Tuesday, May 11, 2010
N vs. P limitation
Nutrients limit grass growth in native grasslands throughout the world. Yet, which nutrients limit growth should vary. N limitation appears to be pervasive in all nutrient limited grasslands and P is often limiting, too. In Europe, grasslands are often divided into those limited by N vs. those limited by P. In N-limited grasslands some species such as Alopercus predominate, while in low-P grasslands its Molinia.
Why the sorting though? What traits would have been selected for in low-N vs. low-P soils? Fujita et al. have a new paper coming out in Oikos that I think provides some good data to separate species and shed light on selection when nutrients are limiting. It's long been known that plants can produce phosphatases to increase P availability. Fujita et al. show that low-P species have higher rates of phosphatase production.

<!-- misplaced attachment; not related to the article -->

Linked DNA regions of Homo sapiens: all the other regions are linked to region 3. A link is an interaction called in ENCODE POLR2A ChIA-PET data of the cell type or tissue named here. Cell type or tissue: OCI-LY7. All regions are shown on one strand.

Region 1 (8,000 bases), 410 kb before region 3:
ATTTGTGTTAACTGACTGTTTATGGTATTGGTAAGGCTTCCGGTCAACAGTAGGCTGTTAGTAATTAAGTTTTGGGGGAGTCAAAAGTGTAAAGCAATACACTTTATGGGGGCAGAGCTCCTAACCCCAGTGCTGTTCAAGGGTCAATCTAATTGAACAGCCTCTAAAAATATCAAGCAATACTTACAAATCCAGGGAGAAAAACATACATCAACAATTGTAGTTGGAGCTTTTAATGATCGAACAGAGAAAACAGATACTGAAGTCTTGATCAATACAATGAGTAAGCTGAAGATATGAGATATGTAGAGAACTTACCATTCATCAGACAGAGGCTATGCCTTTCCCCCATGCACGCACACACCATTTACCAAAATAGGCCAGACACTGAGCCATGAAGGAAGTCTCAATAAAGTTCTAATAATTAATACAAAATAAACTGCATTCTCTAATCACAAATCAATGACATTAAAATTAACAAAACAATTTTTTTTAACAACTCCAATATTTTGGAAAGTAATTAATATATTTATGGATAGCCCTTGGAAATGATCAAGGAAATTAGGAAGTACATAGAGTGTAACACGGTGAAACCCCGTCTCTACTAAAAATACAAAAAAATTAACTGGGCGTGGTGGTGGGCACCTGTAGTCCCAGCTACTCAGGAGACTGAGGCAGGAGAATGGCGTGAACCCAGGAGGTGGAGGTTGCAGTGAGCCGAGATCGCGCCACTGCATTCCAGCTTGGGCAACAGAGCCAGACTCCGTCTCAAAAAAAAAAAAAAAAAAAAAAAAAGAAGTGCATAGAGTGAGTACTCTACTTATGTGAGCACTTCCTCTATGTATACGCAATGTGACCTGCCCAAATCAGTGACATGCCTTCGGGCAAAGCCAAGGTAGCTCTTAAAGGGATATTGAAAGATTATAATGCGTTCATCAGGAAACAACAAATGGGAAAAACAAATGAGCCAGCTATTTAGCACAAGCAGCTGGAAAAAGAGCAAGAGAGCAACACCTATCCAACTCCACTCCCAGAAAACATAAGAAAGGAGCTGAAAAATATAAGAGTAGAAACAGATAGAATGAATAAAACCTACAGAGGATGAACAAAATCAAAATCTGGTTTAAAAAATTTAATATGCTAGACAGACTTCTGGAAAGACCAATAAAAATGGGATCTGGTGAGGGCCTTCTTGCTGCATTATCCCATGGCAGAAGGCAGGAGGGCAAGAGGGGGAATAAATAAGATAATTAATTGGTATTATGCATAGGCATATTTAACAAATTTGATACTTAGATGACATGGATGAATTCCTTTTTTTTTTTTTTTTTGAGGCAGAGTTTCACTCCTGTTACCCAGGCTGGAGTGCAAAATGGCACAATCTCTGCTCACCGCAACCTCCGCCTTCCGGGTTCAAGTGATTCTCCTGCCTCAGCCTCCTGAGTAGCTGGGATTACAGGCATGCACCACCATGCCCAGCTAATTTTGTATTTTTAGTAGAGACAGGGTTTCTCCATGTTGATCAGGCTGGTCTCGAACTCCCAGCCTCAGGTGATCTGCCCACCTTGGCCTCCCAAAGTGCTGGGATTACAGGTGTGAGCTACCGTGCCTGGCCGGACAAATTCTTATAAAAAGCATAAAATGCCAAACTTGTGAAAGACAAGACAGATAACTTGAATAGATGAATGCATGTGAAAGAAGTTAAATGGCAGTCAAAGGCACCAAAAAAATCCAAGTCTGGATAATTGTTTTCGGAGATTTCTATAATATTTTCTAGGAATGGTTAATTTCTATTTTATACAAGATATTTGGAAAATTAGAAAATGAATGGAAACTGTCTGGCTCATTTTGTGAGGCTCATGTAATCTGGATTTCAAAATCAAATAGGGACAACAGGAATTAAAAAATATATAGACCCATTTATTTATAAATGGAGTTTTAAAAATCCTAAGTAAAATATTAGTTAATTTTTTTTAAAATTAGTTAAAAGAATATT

With the experiment examining plant growth and activity at a range of N:P supplies, the research has the potential to help understand not only differences in grassland communities but also the response of grasslands to N deposition. Fertilization with N increased phosphatase activity in ways that should further increase the abundance of low-P species.
The authors do a good job for their eight species in linking plant stoichiometry, plant growth, and resource availability, which might ultimately serve as a key trait in understanding selection for success when nutrients are limiting, as well as the functioning of grasslands.
Fujita et al. 2010. Oikos. doi: 10.1111/j.1600-0706.2010.18427.x